Clinical placements are designed to give students the chance to integrate their theoretical knowledge with practice. They should build students’ confidence, knowledge and professional identity as well as help consolidate or develop clinical skills. However, nursing students are more likely than any other health profession student to witness or be asked to participate in situations that breach patient dignity or risk patient safety. This is where nursing mentors and/or preceptors can make the biggest difference.
Students are well aware that learning opportunities and the quality of their placement experience can be heavily influenced by their preceptor. Hence students can be reluctant to jeopardise this relationship by questioning practices they witness. However, if the preceptor addresses the power imbalance and treats their students as equals, students can be comfortable and secure enough to challenge poor practices.
Students closely observe how their preceptor RNs behave, and often model their own behaviour on that of their mentor. If their mentor does not challenge or report poor practice of other RNs, students are likely to replicate this behaviour, both during their placement and in their future practice as RNs.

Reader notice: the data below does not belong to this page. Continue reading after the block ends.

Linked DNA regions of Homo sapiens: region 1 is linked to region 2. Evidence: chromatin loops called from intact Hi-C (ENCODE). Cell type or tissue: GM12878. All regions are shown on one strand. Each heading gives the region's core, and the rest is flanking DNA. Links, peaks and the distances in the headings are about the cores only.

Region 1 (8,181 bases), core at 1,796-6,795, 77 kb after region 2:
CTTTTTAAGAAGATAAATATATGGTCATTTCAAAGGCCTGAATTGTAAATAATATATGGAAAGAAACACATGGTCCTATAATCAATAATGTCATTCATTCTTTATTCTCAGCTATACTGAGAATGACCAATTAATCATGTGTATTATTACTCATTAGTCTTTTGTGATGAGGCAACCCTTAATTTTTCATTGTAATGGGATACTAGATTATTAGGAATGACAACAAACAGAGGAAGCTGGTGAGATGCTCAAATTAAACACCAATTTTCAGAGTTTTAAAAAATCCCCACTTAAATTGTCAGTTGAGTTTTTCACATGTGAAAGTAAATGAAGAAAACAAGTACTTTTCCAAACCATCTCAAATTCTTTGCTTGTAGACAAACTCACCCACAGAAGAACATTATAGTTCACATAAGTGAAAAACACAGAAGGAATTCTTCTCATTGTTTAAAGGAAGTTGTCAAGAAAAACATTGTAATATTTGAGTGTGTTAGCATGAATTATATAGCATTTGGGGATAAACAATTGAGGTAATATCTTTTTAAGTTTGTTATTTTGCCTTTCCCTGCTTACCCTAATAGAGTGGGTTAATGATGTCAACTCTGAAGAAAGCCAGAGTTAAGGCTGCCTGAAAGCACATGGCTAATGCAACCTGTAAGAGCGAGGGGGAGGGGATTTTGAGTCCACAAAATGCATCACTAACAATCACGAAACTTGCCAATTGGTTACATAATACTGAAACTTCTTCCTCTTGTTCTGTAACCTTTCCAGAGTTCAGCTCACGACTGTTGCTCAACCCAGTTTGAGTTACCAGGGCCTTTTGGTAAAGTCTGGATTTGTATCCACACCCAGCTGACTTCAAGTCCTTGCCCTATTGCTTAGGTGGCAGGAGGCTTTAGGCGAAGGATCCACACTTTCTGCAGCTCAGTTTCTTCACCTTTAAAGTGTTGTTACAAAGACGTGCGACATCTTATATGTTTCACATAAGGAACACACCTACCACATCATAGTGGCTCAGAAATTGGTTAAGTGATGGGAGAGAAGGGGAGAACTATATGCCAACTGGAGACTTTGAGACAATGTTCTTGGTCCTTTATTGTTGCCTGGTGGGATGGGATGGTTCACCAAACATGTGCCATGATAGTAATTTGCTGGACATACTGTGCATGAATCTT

Therefore, it is essential preceptors not only demonstrate evidence-based practice, but also how to effectively advocate for patients and respectfully question practices of others when required. We need to provide positive role-models for students to emulate. After all, the students of today are our colleagues of tomorrow.
Bickhoff, L., Sinclair, P. M., & Levett-Jones, T. (2015). Moral courage in undergraduate nursing students: A literature review. Collegian. doi: http://dx.doi.org/10.1016/j.colegn.2015.08.002